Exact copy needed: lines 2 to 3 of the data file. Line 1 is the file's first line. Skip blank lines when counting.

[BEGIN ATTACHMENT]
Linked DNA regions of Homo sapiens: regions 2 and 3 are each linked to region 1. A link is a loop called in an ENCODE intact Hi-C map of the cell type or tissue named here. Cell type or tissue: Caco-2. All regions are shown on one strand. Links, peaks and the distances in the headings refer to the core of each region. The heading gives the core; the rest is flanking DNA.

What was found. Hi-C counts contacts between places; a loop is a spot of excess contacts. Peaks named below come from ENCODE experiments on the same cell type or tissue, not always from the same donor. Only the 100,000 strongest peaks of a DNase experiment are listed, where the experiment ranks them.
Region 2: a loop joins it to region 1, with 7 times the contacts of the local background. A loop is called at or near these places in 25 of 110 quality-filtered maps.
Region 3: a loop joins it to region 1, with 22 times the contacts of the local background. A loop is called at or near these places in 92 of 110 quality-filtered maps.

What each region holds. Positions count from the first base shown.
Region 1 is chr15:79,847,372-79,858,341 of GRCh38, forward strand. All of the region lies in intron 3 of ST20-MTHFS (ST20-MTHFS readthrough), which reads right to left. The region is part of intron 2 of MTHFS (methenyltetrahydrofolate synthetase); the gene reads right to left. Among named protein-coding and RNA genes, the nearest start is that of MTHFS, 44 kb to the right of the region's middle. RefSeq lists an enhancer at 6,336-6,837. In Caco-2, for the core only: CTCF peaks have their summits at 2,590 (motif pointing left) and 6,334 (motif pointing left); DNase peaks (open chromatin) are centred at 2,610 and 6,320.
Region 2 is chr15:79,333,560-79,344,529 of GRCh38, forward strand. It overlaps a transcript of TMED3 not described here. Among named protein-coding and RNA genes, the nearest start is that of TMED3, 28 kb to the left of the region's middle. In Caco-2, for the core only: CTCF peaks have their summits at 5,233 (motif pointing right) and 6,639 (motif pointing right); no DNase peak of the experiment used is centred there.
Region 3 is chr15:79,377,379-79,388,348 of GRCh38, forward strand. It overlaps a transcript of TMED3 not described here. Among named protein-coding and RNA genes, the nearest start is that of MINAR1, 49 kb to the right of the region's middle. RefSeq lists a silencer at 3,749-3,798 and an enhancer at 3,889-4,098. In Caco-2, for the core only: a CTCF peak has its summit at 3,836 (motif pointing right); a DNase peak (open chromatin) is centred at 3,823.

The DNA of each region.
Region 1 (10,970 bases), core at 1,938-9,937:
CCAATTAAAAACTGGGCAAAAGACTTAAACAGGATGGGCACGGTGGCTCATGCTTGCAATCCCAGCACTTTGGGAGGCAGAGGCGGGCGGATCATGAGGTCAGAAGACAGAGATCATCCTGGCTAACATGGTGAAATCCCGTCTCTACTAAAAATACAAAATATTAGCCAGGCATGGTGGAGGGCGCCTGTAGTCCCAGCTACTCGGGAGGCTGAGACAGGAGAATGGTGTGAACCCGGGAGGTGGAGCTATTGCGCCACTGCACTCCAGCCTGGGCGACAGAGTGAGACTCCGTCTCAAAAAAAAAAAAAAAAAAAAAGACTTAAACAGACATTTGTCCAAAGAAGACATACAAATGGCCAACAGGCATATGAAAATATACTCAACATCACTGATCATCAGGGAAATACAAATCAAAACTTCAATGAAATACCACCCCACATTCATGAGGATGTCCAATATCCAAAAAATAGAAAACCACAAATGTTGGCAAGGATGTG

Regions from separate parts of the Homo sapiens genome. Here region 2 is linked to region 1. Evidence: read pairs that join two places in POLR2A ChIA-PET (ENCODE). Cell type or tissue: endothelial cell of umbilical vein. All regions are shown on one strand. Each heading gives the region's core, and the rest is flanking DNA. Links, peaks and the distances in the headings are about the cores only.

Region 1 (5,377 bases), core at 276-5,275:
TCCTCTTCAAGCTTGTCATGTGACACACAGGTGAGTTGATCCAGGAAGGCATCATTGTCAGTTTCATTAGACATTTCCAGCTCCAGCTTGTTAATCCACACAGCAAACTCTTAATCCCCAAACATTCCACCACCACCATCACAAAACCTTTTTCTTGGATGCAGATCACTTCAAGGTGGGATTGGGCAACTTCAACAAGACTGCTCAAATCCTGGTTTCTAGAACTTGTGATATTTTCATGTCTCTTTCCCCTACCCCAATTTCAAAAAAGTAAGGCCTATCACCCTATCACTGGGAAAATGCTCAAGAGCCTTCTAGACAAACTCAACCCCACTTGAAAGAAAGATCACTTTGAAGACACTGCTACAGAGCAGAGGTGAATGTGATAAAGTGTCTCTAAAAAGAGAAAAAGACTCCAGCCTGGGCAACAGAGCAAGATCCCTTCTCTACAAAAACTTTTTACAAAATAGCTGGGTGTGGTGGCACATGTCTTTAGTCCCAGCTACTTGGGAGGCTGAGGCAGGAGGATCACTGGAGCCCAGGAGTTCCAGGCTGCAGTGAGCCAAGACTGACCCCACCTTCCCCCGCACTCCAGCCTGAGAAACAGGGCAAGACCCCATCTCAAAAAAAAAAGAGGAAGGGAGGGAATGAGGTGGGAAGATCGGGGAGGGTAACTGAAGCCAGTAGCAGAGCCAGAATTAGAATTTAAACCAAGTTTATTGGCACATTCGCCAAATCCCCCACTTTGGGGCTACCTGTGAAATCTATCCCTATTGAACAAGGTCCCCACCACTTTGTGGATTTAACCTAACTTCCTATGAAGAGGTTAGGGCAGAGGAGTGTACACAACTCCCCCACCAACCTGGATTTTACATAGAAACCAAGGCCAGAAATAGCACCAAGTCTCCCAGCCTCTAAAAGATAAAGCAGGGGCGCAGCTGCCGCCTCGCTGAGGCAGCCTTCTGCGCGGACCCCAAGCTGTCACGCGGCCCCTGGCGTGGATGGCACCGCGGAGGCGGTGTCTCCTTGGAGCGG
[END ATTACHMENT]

What was found. Hi-C counts contacts between places; a loop is a spot of excess contacts. Peaks named below come from ENCODE experiments on the same cell type or tissue, not always from the same donor. Only the 100,000 strongest peaks of a DNase experiment are listed, where the experiment ranks them.
Region 2: a loop joins it to region 1, with 7 times the contacts of the local background. A loop is called at or near these places in 25 of 110 quality-filtered maps.